Need Help? Hire A Customs Broker!

Having trouble understanding the requirements for importing goods from another country? We can help! We are a global logistics company that offers freight forwarding services to companies all over the world. In addition to various freight transportation options, we can help organize distribution and warehouse storage and issue you a licensed Customs Broker to help sort through any necessary paperwork that is needed for your shipments. If CBP holds your cargo, our Brokers will help you understand the type of hold and what kind of fees you may be subject to pay. Contact us today at (305) 687-1405 to get a Free Quote for our services!

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The Basics of the Harmonized Tariff Schedule of the United States

Importance of the HTSUS in the Import/Export Industry

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The Harmonized Tariff Schedule of the United States, aka the HTSUS or HTS, is an important manual used in just about every import or export transaction that occurs. Sometimes known as the Harmonized Tariff Schedule of the United States Annotated (HTSA), this government-issued document is created by the Office of Trade Affairs and Trade Agreements of the USITC and is regulated by the Customs and Border Protection (CBP) agency.

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The History of the HTSUS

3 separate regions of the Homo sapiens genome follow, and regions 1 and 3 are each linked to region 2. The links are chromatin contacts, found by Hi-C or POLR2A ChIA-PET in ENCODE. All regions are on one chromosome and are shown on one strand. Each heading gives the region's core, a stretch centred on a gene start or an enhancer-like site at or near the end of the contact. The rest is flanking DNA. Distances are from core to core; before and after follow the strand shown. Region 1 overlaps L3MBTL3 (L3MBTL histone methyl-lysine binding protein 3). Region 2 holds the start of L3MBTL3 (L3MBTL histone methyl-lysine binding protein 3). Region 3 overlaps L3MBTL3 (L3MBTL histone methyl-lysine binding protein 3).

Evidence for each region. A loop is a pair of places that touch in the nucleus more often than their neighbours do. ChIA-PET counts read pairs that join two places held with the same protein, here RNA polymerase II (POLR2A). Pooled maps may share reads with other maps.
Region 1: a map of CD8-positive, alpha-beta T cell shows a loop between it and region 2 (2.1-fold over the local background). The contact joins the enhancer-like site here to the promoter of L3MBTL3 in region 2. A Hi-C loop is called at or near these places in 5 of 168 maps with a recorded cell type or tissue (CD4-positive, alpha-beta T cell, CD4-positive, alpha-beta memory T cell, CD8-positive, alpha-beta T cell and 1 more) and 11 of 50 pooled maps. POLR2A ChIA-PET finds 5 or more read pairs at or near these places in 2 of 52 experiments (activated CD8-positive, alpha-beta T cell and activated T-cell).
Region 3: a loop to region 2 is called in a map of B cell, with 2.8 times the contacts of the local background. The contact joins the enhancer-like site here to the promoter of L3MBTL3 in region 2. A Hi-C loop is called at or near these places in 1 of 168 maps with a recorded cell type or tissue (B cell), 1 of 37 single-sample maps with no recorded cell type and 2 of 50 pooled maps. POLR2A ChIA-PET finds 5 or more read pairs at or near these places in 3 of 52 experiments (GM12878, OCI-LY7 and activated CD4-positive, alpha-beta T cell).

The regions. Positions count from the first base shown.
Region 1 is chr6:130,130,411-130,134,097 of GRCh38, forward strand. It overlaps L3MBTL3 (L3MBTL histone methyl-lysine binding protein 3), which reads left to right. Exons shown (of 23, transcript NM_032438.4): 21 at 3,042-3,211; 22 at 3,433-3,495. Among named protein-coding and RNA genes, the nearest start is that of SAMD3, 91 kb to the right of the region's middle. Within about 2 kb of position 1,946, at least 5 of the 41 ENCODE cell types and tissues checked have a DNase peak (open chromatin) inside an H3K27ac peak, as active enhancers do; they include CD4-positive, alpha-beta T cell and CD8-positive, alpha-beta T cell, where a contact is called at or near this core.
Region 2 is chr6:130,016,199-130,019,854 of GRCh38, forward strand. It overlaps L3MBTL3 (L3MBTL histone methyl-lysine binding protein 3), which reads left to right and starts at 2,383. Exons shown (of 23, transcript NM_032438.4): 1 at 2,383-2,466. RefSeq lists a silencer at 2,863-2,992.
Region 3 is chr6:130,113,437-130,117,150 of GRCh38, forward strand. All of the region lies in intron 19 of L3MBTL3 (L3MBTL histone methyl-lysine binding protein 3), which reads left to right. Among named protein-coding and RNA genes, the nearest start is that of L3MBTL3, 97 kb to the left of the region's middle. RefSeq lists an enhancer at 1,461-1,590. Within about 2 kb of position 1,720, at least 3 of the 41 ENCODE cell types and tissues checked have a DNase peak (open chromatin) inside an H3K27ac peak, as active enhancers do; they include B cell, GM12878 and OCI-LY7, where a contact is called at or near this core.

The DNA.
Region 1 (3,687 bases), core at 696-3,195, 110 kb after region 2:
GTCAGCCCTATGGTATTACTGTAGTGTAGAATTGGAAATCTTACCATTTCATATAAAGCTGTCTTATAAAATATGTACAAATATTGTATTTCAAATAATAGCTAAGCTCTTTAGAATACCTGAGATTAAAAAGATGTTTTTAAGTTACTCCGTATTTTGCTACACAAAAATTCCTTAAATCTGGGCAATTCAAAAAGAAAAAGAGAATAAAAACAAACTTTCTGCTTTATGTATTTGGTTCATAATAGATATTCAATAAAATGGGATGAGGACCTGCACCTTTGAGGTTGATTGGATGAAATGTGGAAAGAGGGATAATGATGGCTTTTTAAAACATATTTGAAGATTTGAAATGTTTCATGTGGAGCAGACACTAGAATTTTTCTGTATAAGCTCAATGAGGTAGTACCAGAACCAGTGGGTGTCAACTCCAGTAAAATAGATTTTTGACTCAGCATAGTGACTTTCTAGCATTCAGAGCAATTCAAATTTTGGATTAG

The primary responsibility of the HTS is to dictate the tariffs, duties, and statistical categories for merchandise being imported into the United States. The national system that is used in this country is modeled off the International Harmonized System, which is used to categorize most of the world’s trade. The HS was introduced in 1988 by the World Customs Organization (WCO) and has since been adopted by most countries. From there, individual countries, such as the United States, have created their own versions to keep track of domestic imports.

Congress enacted the HTSUS in 1989, replacing the former Tariff Schedules to this uniform version. Companies can refer to the most recent version of this document to double check the current amount or classification of the goods they are importing. This can help them be aware of any tariffs that may be imposed or duties that will be required to successfully import their merchandise. To make things easier for domestic and international importers, the HS and the HTS classifications typically match up to the 6-digit level.